Let me start by thanking so many of you on sending your valuable feedback on the last blog, made me feel I certainly picked up the right topic. So far we have established why we need baseline strength for almost everybody and what are the training principles for it. On the third part of this series post I would like to keep it short and power packed. What are some of the exercises that will have the maximum impact on upper and lower body strength and are functional. The word ‘functional exercises’ has been thrown around a lot these days but to me the meaning is simple. These exercises will have carryover benefits to certain ADL’s, hence more functional.
If you were able to convince your client that lifting weight could positively impact his/her health and he/she agreed but has a very busy day and can only spare 30 minutes a day to exercise, what exercises would you chose? If some athletes come to you during off season, tell you that they want to get stronger or increase their overall muscle mass and that they can only spare 1-2 months before they shift their focus back on sports skills, what would your exercise selection look like then? Remember time is not on your side and the clock is ticking, your clients demand the maximum training bang for their buck. In such a situation, here are a few things to take into consideration
- Bigger muscles. You know what I am talking about- the glutes, the hammies, the quads, the lats, the pecs. Your biceps, triceps, calf, forearm muscles are not the obvious choice. (Tik toc remember you don’t have the luxury of time).
- Compound multi-joint exercises- why not use one exercise that works on multiple joints and perfect that movement rather than spending time and energy on 5 different isolation exercises to target the same amount of joints/muscles. I think it’s a no brainer.
- Exercises that mimic sports movements/ADL’s- aka ‘Functional exercises’.
- Body weight exercises over machine exercises- Machine exercises are not ‘functional’. Here’s an example – you could train your quads with a knee extension machine in the gym or train it with a squat. Now, how often do you need to squat in a day, to pick stuff off the floor, sit in a toilet seat etc. How often do your athletes need to squat? To jump, to dive etc. I don’t need to elaborate here. How often do you perform the knee extension movement while sitting on a chair, what do you use that for? Is there a sport that requires athletes to sit and extend their knees? I certainly can’t think of any. Also remember that when performing body weight compound multi-joint movements you are not just training a physical attribute of overcoming resistance but as these movements are complex, you are also creating new neuromuscular pathways to develop a skill. Kind of sounds like motor learning, doesn’t it?
Without further adieu, here are my current favorite exercises for strengthening/fitness –
- The squat-
- Targets multiple big muscles like glutes, quads, hammies, erector spinae, core etc.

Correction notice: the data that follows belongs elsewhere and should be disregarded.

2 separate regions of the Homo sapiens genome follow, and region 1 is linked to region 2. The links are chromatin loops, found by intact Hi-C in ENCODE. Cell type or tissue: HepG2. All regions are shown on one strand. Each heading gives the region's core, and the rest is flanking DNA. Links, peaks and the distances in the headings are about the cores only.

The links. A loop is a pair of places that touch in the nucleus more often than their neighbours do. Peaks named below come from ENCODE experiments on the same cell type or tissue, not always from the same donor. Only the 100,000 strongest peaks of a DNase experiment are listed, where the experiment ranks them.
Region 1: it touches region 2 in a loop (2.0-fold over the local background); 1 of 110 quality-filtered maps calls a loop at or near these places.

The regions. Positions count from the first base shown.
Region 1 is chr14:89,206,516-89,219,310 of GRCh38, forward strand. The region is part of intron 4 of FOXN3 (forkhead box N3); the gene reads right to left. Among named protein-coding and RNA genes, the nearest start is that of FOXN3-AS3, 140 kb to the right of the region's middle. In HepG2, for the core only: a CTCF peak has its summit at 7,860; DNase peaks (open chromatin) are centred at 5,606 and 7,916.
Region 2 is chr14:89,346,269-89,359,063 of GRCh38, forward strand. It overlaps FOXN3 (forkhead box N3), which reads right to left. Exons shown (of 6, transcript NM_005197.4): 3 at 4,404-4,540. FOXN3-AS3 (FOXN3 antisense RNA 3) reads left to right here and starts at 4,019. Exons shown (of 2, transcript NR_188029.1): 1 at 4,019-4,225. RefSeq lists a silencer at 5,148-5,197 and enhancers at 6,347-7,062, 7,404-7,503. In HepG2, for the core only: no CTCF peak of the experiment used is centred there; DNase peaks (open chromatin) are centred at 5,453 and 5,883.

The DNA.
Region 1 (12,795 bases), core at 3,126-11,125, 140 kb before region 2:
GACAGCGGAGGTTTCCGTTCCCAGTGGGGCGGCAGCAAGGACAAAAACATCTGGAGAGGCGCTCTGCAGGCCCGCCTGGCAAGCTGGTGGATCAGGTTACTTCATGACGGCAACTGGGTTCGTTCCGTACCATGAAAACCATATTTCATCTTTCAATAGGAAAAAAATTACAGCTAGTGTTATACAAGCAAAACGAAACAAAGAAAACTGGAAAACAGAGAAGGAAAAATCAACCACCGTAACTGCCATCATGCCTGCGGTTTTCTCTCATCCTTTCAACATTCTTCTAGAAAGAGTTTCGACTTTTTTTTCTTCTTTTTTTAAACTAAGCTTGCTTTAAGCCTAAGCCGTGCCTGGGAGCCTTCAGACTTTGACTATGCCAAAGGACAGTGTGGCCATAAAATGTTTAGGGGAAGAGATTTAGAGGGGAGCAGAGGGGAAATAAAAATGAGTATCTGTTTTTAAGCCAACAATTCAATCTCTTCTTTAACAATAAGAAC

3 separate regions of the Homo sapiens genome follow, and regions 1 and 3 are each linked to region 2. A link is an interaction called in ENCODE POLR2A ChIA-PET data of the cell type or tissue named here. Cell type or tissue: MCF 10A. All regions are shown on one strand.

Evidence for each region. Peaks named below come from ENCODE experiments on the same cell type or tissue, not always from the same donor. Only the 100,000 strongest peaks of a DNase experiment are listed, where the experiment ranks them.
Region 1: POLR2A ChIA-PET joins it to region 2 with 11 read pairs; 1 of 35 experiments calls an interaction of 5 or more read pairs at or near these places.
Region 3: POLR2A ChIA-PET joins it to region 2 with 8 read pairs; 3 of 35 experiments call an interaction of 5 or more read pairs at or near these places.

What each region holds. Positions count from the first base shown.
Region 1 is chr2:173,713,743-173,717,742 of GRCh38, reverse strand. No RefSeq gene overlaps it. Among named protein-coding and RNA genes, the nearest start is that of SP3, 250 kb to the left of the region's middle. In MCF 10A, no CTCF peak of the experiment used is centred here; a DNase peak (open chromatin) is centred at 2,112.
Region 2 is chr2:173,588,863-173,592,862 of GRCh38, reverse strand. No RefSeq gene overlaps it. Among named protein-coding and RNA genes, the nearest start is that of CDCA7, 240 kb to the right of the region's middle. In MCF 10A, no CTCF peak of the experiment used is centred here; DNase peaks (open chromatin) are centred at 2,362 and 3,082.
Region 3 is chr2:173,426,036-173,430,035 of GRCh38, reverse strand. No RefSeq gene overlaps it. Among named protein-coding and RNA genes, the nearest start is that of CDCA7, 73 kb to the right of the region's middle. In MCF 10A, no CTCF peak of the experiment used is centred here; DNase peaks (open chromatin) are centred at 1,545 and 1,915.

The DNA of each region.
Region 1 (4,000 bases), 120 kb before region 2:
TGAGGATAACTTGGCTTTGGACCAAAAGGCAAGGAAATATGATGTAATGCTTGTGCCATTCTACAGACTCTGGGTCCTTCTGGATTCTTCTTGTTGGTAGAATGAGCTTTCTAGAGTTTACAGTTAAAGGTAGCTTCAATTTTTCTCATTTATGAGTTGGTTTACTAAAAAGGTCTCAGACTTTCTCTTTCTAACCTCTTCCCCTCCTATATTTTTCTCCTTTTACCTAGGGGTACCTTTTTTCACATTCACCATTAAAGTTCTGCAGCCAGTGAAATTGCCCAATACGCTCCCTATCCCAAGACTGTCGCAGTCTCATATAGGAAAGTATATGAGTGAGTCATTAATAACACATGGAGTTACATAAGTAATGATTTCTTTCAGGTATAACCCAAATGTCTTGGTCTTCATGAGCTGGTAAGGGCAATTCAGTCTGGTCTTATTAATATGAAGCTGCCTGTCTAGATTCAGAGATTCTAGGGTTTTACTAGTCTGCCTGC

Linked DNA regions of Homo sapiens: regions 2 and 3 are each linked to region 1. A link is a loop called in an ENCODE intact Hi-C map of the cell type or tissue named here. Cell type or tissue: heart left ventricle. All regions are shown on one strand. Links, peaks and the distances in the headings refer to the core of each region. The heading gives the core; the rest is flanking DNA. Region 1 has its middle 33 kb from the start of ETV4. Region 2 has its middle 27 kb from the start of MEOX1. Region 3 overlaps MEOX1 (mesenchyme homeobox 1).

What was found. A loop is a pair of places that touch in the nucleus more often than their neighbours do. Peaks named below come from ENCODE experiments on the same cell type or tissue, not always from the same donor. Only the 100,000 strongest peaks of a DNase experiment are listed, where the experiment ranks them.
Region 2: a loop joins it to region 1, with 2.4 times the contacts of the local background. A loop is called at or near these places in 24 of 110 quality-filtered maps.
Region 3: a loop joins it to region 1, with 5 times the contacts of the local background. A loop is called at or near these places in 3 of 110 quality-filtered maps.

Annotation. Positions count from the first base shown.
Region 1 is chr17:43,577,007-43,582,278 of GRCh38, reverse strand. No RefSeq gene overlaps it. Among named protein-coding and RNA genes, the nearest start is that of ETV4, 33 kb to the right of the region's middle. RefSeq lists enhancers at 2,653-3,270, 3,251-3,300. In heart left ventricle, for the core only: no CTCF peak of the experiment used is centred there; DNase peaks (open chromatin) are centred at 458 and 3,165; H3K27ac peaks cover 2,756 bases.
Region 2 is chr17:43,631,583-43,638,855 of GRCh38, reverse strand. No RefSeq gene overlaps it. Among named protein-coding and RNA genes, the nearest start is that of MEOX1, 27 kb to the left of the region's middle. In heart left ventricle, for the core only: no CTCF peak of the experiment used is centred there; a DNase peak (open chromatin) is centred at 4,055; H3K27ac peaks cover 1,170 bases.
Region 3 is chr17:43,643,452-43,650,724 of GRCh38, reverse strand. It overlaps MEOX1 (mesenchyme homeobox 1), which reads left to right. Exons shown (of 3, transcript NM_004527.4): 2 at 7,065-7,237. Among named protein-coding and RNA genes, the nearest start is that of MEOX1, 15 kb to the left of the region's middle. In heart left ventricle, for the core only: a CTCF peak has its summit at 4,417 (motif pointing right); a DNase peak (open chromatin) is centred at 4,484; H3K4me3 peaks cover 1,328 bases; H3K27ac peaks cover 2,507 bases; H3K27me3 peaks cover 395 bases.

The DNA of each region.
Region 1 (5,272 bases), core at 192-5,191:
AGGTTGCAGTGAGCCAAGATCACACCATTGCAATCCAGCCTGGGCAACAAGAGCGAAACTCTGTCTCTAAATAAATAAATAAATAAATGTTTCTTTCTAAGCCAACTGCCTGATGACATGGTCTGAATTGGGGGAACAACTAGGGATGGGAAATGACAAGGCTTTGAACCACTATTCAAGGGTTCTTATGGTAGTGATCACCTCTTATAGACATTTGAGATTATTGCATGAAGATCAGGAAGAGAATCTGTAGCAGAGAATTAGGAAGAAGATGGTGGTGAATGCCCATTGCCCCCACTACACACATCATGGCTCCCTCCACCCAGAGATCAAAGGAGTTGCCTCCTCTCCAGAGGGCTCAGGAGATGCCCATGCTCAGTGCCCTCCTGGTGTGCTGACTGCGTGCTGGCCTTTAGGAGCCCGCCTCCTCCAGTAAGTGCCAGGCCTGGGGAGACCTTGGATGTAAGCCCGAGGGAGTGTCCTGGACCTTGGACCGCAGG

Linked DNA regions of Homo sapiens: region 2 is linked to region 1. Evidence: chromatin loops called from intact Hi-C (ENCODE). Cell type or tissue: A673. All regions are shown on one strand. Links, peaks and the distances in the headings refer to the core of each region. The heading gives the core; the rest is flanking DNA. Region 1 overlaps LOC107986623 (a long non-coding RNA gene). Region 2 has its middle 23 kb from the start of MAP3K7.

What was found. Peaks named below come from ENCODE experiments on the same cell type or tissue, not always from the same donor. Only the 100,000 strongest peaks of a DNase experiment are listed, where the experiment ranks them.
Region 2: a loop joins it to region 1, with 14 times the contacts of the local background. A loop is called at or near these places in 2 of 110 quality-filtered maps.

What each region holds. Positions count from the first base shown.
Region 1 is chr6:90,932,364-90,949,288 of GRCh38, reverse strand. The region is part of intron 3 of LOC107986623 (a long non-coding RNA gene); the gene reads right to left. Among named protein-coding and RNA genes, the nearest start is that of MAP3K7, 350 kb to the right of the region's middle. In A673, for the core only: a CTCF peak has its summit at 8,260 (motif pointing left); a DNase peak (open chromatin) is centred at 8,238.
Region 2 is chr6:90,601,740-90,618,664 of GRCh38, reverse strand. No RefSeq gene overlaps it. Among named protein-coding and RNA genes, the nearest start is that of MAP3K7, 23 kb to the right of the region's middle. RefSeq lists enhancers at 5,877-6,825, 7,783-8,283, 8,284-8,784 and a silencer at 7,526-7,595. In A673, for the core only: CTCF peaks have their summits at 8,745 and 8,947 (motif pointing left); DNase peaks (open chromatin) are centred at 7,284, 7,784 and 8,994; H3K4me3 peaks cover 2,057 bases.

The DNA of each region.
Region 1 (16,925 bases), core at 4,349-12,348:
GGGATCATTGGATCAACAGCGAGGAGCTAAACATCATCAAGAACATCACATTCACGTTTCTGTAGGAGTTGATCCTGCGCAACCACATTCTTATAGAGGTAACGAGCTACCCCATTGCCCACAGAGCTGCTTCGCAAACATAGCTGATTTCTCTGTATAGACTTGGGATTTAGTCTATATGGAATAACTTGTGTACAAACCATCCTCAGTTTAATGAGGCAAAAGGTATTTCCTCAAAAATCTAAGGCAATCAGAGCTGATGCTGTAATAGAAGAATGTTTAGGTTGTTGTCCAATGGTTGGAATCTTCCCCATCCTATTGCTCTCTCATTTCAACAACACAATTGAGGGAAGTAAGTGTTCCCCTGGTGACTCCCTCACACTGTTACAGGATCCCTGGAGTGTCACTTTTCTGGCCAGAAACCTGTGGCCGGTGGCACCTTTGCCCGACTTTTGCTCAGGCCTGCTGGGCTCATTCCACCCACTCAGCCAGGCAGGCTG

- Functional in ADL’s and sports movements.
- Translates to higher vertical jump.
- Positive effect on blood hormonal levels of serum insulin like growth factor, testosterone and growth hormone.
2. The dead lifts-
- Very functional- trains the hip hinge pattern.
- Great upper and lower body strengthening exercise.
- Targets even greater number of muscles than the squat- glutes, quads, hammies, erector spinae, lats, traps, grip muscles.
- Similar positive effects on serum testosterone and GH like the squat.
3. The Kettlebell swing-
- Strengthen posterior chain and the core.
- Great exercise to teach the hip hinge pattern for people with low back pain.
- Trains the cardiovascular & muscular system, balance & coordination, core stabilization and hand and eye coordination.
4. The pull up-
- Great exercise to build upper body strength in ‘pulling’ movements.
- Works on multiple muscles- the lats, scapular stabilizers, elbow flexors, grip muscles etc.
- Multi joint exercise with good metabolic effect.
(Sorry I don’t have a video of me doing this exercise yet. This is my weakest link in upper body strength and I have struggled with it for years. I can perform a few bad pullups but I cannot perform a single good ‘strict’ pull up. I am currently training for it with assistance weights and bands. I will put a video of them shortly for those who struggle in this exercise like me. Just like this blog loosely following my journey of learning, I plan to have a parallel journey of performing 10 strict pullups and sharing it with you. I am not sure how long it will take but I will update often. I also welcome anyone who would like to embark on this journey with me, send me a message and we can talk more.)
5. The Military press/Shoulder press-
- Strengthens shoulders, arms, core, scapular stabilizers.
- Builds strength in overhead movements with carryover in ADL’s.
6. The Dumbell/barbell bench press-
- Great exercise to build upper body strength in ‘pushing’ movements.
- Works on pecs, arm and core muscles.
By no means is this list exhaustive. There are a lot of other exercises out there that have great benefits which I have not mentioned here. Training athletes for more sports specific exercises can be a book in itself and I will write more on it in the future. However, if you look at most of the exercises above, they have something in common. They all focus on training more than one muscle/joint at a time, target the larger muscles and have some carryover to what we do in everyday life. For this first post on exercise selection, I am sticking to the ‘KISS’ principle.
KEEP IT SIMPLE SILLY
I welcome you to share your thoughts on some exercises you like.
Until next time
Abhijit Minhas PT
(BPT, MS, CMP, FMT)